Thursday, July 5, 2018

Macbeth as Summer Reading: No, Not That One!

Having taught high school seniors for many years, I can't even count how many times I have read Shakespeare's great tragedy Macbeth. Far too many of the lines trip off my tongue from simple repeated exposure. Yet I never tired of it.  Like most of the Bard's plays, too, I find so many connections to current events, politics, popular culture.

Jo Nesbo, known for his dark Scandinavian thrillers has taken the story, the characters, plot, and even some of the lines, setting the story in the late 1990s in a Scottish town that has lost is main industry, resulting in a boom in crime and drug trafficking.  At odds with law enforcement are Hecate, a local drug lord who has created his own narcotic product known as "Brew," and his main competition Sweno, the head of a drug trafficking motorcycle gang.

Macbeth is the head of SWAT, working for police commissioner Duncan. His (common law) wife, known as Lady runs the most exclusive casino in town, the Inverness. Duff, his colleague is especially intent on stopping Sweno, giving the impression of ambition.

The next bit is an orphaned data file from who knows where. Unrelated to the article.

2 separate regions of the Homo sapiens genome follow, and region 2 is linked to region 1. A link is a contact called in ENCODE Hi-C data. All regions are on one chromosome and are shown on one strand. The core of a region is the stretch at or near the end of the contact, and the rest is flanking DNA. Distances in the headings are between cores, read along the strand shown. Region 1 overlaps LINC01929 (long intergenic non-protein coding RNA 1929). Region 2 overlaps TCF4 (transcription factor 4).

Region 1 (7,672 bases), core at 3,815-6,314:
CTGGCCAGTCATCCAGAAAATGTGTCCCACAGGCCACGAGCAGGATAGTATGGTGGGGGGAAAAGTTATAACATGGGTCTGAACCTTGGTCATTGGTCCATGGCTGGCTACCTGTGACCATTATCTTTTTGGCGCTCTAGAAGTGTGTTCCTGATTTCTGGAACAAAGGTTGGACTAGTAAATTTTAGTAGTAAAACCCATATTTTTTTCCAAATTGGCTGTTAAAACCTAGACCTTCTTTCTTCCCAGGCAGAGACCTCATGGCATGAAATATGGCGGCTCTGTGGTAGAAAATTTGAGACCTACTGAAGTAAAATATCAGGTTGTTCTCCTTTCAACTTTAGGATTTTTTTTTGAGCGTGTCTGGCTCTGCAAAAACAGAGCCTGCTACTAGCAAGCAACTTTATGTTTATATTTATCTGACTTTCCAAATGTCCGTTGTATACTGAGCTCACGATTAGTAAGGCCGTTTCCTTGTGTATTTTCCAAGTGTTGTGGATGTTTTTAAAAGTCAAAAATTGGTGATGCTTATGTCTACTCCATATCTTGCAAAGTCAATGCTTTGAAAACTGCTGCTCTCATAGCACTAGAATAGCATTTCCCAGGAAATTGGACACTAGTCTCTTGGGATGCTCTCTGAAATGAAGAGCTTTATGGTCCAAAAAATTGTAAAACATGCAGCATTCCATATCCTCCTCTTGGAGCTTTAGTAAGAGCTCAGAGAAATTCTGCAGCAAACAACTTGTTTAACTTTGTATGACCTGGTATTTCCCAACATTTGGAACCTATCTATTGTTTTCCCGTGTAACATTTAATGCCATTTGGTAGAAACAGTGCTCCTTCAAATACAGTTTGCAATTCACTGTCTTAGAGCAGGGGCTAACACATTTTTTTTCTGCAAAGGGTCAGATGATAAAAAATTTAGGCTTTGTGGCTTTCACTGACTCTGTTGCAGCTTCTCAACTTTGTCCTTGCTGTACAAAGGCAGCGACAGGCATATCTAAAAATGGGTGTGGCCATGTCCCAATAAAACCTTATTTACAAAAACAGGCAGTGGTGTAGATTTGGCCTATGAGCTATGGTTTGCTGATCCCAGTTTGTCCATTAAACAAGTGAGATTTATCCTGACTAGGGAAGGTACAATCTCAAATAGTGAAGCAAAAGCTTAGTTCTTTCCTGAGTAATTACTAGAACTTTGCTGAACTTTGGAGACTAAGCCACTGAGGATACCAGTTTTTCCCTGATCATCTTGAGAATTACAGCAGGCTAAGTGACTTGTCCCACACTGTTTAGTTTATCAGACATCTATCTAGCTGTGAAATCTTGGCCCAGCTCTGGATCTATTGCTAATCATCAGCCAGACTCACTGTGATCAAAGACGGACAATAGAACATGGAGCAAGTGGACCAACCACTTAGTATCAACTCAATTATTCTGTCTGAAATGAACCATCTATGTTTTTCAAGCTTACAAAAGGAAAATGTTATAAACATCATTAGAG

Nesbo builds the backstory, with Macbeth having met Duff after both boys landed in an orphanage after losing their parents. Banquo, an older policeman, had taken Macbeth into his own home, like a son, even before he and his wife have their own son Fleance.

Anyone familiar with Shakespeare's tragedy knows the basic plot, but will still find the way the story unwinds fascinating. It's worth noting that even when the play was new, the audience at the Globe knew the basic story before it even began, even though the playwright took liberties with the accounts in Hollinshed's Chronicles. Shakespeare's real talent was not so much plot as characterization and theme. Nesbo develops many of the same threads: meaning (or meaninglessness) of life, loyalty, ambition--and the ongoing question: Can people really change?

As I read, I realized that readers who don't know a thing about the play on which it was based can read this novel as the suspense thriller it is. The dramatic irony as one reads, anticipating but dreading the inevitable, creates a perfect summer reading experience.

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